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Dr Heather Buss

Dr Heather Buss

Dr Heather Buss
BS(PennState), PhD(PennState)

Lecturer in Biogeochemical Weathering

Area of research

Biogeochemistry

Office IC30
Wills Memorial Building,
Queen's Road, Clifton BS8 1RJ
(See a map)

Tel. +44 (0) 117 954 5401

Research summary

The rates and mechanisms of weathering processes are important to understanding a variety of environmentally and economically important issues including the (bio)geochemical cycling of mineral nutrients, the evolution of landforms, and the long-term drawdown of atmospheric CO2. Most weathering occurs within the “critical zone”, which is the external layer of the terrestrial Earth from the vegetation canopy to fractured bedrock. This zone sustains most terrestrial life on the planet, yet natural and human-related processes perturb and threaten the critical zone worldwide. Undoubtedly, the most significant aspect of weathering is the breakdown of rocks to form soils, a process that ...

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Biography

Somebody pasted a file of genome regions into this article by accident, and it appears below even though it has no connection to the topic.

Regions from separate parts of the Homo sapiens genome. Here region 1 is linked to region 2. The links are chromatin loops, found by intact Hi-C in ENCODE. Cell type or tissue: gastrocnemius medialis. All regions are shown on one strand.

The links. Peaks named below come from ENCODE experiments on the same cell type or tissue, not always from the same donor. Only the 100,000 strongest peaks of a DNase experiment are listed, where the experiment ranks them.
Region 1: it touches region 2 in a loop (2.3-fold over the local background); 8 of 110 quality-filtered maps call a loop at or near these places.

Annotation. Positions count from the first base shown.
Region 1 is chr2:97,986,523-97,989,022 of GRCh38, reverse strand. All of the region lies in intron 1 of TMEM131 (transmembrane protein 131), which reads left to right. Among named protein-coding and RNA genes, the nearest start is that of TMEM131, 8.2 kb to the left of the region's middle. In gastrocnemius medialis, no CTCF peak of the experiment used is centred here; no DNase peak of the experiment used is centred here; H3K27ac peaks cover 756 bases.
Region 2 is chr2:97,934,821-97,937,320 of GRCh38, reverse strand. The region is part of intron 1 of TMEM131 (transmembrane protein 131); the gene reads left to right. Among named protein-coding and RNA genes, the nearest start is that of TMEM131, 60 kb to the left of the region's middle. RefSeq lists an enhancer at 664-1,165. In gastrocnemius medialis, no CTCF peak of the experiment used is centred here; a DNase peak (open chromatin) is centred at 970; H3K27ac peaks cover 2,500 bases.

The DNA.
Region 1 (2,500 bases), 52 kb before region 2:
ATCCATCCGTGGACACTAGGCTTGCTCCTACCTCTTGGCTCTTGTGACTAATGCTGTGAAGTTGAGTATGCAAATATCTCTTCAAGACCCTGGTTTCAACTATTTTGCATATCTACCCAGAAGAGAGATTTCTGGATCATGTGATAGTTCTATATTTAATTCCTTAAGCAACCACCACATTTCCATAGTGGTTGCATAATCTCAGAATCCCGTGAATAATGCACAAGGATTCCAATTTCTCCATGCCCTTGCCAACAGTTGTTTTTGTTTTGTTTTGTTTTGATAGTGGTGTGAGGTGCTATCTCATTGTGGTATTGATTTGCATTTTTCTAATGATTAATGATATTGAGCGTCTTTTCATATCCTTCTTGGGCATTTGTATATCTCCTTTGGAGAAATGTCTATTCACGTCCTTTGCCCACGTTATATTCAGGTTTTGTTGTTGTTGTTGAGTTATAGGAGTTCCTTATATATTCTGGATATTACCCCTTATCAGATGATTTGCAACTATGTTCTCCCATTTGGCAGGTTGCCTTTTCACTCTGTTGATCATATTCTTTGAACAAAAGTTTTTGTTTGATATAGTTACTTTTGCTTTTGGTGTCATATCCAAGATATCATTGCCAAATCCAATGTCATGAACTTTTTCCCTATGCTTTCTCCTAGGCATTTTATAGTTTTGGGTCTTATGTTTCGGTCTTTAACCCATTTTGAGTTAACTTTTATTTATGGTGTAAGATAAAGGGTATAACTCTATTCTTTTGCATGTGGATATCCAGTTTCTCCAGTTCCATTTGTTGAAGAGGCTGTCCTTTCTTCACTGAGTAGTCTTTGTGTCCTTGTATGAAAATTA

I am a Lecturer in Biogeochemical Weathering. I seek to understand the fate of mineral nutrients as rocks undergo chemical and physical weathering and transform into soil. I am especially interested in how chemical, physical, and biological processes are interconnected. In my previous position, I was a Research Geochemist with the U.S. Geological Survey in Menlo Park, California. In that position, I was the lead scientist and director for the Luquillo, Puerto Rico WEBB watersheds, one of 5 sites nationwide that comprise the USGS Water Energy and Biogeochemical Budgets (WEBB) Program. Prior to that, I completed a US National ...

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Selected publications

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View complete publications list in the University of Bristol publications system

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